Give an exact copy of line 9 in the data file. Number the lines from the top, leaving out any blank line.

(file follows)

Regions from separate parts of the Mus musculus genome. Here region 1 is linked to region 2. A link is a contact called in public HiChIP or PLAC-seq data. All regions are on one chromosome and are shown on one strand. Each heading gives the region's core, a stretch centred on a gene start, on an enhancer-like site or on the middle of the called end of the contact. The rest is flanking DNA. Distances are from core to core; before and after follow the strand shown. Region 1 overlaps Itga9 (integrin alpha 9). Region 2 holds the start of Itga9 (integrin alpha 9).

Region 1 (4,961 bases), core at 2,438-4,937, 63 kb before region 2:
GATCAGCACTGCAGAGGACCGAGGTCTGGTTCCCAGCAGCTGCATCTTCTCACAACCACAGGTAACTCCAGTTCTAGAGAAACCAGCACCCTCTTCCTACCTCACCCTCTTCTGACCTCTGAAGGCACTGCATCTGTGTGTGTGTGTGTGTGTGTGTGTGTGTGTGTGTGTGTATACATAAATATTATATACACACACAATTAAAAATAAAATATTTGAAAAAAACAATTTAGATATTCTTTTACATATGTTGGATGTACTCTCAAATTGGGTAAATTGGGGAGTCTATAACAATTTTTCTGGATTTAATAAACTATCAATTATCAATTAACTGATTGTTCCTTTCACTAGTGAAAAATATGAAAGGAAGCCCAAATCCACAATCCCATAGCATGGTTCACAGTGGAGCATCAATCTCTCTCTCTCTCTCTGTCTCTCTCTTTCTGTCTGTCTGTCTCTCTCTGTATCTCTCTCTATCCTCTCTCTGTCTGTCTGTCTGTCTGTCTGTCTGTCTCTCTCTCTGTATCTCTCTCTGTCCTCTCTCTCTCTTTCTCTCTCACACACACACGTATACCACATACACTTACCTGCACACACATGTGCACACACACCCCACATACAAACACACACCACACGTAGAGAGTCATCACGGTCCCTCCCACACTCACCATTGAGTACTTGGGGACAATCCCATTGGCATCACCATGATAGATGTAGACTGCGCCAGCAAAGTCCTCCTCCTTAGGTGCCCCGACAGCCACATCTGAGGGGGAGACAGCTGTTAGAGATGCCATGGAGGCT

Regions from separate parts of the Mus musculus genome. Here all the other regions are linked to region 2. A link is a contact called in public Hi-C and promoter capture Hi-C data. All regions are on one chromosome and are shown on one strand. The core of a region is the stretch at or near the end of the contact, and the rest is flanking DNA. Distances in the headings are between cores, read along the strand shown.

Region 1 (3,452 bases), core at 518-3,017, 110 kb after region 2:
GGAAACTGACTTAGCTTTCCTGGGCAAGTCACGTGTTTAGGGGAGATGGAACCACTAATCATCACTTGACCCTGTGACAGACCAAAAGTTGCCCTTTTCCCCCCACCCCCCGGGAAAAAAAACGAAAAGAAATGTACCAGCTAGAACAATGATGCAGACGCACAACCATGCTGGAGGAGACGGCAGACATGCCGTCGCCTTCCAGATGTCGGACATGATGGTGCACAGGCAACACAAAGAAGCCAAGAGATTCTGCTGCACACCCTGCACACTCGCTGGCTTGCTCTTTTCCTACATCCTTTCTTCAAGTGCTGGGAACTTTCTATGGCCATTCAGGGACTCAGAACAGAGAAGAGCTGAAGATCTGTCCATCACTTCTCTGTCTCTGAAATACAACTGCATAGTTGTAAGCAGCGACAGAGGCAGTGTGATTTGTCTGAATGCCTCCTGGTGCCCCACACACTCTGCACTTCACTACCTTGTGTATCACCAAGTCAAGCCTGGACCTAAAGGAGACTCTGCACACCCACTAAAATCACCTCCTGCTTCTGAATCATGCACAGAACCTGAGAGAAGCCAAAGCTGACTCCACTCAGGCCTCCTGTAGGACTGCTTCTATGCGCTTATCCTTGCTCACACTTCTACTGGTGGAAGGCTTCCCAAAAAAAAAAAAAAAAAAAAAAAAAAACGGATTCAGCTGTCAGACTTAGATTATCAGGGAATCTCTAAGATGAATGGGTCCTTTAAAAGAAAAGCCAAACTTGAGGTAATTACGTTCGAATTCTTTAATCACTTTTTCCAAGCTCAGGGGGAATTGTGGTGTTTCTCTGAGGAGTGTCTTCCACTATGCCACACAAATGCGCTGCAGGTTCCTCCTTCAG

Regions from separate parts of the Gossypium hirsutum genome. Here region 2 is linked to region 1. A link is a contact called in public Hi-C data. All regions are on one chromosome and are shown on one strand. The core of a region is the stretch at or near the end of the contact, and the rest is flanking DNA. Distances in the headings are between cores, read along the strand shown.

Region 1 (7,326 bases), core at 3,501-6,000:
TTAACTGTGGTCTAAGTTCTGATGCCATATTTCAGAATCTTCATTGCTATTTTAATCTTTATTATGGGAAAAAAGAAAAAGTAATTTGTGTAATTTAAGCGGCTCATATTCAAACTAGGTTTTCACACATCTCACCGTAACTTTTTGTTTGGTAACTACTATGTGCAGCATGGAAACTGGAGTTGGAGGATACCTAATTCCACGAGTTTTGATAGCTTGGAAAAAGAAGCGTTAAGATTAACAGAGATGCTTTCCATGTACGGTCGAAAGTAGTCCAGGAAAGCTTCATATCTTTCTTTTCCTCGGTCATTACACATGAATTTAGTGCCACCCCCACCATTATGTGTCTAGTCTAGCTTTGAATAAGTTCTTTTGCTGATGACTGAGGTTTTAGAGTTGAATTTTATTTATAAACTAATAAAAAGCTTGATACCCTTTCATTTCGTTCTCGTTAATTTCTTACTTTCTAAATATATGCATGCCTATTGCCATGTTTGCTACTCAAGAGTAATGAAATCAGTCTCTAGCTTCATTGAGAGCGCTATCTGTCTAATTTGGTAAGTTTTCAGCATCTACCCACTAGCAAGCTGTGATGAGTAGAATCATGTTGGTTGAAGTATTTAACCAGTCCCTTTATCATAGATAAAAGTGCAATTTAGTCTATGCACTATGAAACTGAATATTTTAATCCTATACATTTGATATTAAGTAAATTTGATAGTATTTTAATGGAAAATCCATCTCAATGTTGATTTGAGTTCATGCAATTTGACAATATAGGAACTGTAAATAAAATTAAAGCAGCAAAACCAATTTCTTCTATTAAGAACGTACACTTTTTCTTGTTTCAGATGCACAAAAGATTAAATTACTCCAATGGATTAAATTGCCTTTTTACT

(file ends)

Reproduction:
TTAACTGTGGTCTAAGTTCTGATGCCATATTTCAGAATCTTCATTGCTATTTTAATCTTTATTATGGGAAAAAAGAAAAAGTAATTTGTGTAATTTAAGCGGCTCATATTCAAACTAGGTTTTCACACATCTCACCGTAACTTTTTGTTTGGTAACTACTATGTGCAGCATGGAAACTGGAGTTGGAGGATACCTAATTCCACGAGTTTTGATAGCTTGGAAAAAGAAGCGTTAAGATTAACAGAGATGCTTTCCATGTACGGTCGAAAGTAGTCCAGGAAAGCTTCATATCTTTCTTTTCCTCGGTCATTACACATGAATTTAGTGCCACCCCCACCATTATGTGTCTAGTCTAGCTTTGAATAAGTTCTTTTGCTGATGACTGAGGTTTTAGAGTTGAATTTTATTTATAAACTAATAAAAAGCTTGATACCCTTTCATTTCGTTCTCGTTAATTTCTTACTTTCTAAATATATGCATGCCTATTGCCATGTTTGCTACTCAAGAGTAATGAAATCAGTCTCTAGCTTCATTGAGAGCGCTATCTGTCTAATTTGGTAAGTTTTCAGCATCTACCCACTAGCAAGCTGTGATGAGTAGAATCATGTTGGTTGAAGTATTTAACCAGTCCCTTTATCATAGATAAAAGTGCAATTTAGTCTATGCACTATGAAACTGAATATTTTAATCCTATACATTTGATATTAAGTAAATTTGATAGTATTTTAATGGAAAATCCATCTCAATGTTGATTTGAGTTCATGCAATTTGACAATATAGGAACTGTAAATAAAATTAAAGCAGCAAAACCAATTTCTTCTATTAAGAACGTACACTTTTTCTTGTTTCAGATGCACAAAAGATTAAATTACTCCAATGGATTAAATTGCCTTTTTACT